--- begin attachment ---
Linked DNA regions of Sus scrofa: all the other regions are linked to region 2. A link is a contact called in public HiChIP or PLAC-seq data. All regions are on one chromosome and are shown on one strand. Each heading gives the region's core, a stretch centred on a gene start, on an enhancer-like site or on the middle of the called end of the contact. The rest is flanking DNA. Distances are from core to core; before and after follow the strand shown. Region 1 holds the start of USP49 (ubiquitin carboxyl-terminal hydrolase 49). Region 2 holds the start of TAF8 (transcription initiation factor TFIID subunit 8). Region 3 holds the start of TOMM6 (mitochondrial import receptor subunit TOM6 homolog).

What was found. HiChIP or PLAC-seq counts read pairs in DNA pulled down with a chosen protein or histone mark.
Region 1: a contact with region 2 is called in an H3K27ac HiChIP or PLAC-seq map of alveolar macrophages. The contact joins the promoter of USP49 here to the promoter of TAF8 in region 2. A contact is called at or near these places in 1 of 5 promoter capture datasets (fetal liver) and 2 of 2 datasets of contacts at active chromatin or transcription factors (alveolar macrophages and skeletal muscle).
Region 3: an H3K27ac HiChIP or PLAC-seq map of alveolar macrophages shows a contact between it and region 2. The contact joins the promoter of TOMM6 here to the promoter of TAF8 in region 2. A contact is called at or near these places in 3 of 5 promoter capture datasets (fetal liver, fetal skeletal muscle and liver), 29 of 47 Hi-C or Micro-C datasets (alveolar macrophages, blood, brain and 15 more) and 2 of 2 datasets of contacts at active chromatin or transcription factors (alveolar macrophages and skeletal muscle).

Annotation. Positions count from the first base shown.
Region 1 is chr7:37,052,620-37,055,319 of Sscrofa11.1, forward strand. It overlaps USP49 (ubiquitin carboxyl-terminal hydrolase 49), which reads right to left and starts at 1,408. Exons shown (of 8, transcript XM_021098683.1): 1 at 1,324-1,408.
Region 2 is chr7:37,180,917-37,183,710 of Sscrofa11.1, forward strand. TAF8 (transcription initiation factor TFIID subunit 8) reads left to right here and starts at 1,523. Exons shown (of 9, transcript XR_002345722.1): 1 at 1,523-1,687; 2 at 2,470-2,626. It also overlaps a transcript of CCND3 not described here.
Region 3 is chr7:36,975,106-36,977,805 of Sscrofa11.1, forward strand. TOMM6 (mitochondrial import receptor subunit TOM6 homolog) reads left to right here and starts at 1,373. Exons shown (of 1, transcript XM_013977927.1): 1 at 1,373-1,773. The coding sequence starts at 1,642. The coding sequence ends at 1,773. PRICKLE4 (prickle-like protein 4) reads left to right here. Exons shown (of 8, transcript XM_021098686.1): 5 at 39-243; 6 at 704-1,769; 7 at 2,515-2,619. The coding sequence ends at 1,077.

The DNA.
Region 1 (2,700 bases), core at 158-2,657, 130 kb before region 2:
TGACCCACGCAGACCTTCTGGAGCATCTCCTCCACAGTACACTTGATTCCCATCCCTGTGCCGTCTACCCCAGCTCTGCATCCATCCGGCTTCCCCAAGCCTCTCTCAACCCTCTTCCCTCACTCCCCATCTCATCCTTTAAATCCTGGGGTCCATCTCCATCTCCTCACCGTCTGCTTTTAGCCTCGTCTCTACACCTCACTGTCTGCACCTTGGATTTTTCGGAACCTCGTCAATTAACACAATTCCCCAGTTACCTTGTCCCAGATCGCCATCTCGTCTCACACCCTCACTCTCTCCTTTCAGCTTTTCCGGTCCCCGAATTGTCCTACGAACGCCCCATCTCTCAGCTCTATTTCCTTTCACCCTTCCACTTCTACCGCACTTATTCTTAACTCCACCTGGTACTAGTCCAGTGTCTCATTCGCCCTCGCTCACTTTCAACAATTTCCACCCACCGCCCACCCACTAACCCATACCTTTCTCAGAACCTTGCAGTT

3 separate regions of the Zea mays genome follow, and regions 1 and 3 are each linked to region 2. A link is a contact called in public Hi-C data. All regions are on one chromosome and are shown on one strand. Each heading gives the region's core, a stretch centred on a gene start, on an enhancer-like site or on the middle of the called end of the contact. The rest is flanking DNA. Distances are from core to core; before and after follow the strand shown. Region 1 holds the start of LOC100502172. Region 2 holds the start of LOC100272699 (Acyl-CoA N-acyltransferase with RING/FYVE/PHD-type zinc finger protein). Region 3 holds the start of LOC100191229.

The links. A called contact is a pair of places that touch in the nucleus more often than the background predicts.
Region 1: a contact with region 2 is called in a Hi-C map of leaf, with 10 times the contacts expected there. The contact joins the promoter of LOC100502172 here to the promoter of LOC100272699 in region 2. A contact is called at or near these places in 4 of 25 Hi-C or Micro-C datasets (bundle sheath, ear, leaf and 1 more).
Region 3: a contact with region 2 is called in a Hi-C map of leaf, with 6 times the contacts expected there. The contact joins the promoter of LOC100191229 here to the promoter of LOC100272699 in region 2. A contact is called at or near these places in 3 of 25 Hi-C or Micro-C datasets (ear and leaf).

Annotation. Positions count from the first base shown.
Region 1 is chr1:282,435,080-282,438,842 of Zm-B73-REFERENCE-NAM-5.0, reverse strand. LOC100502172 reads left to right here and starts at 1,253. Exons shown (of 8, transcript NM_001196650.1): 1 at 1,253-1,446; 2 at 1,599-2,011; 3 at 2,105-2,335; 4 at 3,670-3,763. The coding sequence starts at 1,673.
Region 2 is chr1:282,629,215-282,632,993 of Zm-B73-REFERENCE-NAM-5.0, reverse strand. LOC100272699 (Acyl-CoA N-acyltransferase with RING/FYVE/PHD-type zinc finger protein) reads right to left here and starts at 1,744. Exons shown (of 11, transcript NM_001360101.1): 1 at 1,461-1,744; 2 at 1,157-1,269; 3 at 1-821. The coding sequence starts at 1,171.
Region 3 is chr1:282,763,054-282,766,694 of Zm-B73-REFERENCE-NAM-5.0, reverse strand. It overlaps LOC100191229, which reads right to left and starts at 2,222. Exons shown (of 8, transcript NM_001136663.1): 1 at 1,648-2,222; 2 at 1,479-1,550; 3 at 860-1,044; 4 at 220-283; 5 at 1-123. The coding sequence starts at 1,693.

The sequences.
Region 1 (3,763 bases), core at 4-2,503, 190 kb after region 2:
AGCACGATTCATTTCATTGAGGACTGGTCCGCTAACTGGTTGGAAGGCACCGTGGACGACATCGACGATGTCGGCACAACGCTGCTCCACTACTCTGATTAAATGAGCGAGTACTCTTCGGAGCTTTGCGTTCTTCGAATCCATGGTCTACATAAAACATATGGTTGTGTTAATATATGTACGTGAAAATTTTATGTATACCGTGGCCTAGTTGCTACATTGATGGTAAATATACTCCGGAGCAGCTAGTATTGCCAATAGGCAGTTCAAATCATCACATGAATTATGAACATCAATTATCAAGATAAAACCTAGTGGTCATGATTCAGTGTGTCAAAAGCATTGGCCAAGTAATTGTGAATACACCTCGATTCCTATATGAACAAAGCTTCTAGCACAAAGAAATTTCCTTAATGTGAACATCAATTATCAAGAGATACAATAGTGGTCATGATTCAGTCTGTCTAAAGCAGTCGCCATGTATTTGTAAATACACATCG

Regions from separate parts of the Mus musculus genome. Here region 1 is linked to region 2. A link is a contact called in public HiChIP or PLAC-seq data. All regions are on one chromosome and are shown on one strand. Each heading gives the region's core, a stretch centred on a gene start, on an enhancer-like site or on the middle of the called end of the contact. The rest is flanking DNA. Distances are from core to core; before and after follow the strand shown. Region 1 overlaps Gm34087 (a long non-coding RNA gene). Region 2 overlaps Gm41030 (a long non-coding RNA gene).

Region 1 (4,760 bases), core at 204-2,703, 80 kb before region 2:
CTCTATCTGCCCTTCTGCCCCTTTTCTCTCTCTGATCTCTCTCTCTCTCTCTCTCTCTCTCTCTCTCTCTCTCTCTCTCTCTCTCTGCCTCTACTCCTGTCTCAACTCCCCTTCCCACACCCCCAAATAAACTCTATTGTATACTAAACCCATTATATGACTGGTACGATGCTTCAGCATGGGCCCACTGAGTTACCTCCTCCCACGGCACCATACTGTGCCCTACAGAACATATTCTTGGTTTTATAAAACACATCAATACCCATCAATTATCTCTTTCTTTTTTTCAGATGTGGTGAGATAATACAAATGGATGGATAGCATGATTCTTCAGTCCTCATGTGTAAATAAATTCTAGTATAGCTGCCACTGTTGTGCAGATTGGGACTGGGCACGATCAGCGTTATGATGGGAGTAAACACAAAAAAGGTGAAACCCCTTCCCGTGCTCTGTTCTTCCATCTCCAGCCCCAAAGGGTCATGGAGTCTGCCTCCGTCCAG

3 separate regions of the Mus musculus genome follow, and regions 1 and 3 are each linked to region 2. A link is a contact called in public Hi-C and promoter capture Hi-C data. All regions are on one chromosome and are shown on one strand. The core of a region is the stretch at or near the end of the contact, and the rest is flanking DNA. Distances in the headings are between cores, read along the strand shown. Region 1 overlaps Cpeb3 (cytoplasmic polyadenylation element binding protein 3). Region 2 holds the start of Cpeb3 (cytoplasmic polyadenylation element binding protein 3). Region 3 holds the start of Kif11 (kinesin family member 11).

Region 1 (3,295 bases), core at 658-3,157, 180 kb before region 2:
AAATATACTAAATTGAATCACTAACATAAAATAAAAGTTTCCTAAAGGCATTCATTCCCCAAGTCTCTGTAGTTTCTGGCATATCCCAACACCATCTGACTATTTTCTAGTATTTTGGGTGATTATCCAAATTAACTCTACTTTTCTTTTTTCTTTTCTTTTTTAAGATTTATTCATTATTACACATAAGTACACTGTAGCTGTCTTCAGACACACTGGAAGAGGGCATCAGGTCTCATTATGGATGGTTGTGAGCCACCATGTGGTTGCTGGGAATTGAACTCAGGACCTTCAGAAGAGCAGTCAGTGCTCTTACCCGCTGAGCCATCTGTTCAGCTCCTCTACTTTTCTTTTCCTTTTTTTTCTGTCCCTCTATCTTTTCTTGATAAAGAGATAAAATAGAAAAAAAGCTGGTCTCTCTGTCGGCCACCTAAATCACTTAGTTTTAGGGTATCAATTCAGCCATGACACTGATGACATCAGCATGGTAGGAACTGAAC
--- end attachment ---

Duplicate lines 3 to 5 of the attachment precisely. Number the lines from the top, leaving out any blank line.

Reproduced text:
Region 1: a contact with region 2 is called in an H3K27ac HiChIP or PLAC-seq map of alveolar macrophages. The contact joins the promoter of USP49 here to the promoter of TAF8 in region 2. A contact is called at or near these places in 1 of 5 promoter capture datasets (fetal liver) and 2 of 2 datasets of contacts at active chromatin or transcription factors (alveolar macrophages and skeletal muscle).
Region 3: an H3K27ac HiChIP or PLAC-seq map of alveolar macrophages shows a contact between it and region 2. The contact joins the promoter of TOMM6 here to the promoter of TAF8 in region 2. A contact is called at or near these places in 3 of 5 promoter capture datasets (fetal liver, fetal skeletal muscle and liver), 29 of 47 Hi-C or Micro-C datasets (alveolar macrophages, blood, brain and 15 more) and 2 of 2 datasets of contacts at active chromatin or transcription factors (alveolar macrophages and skeletal muscle).

Annotation. Positions count from the first base shown.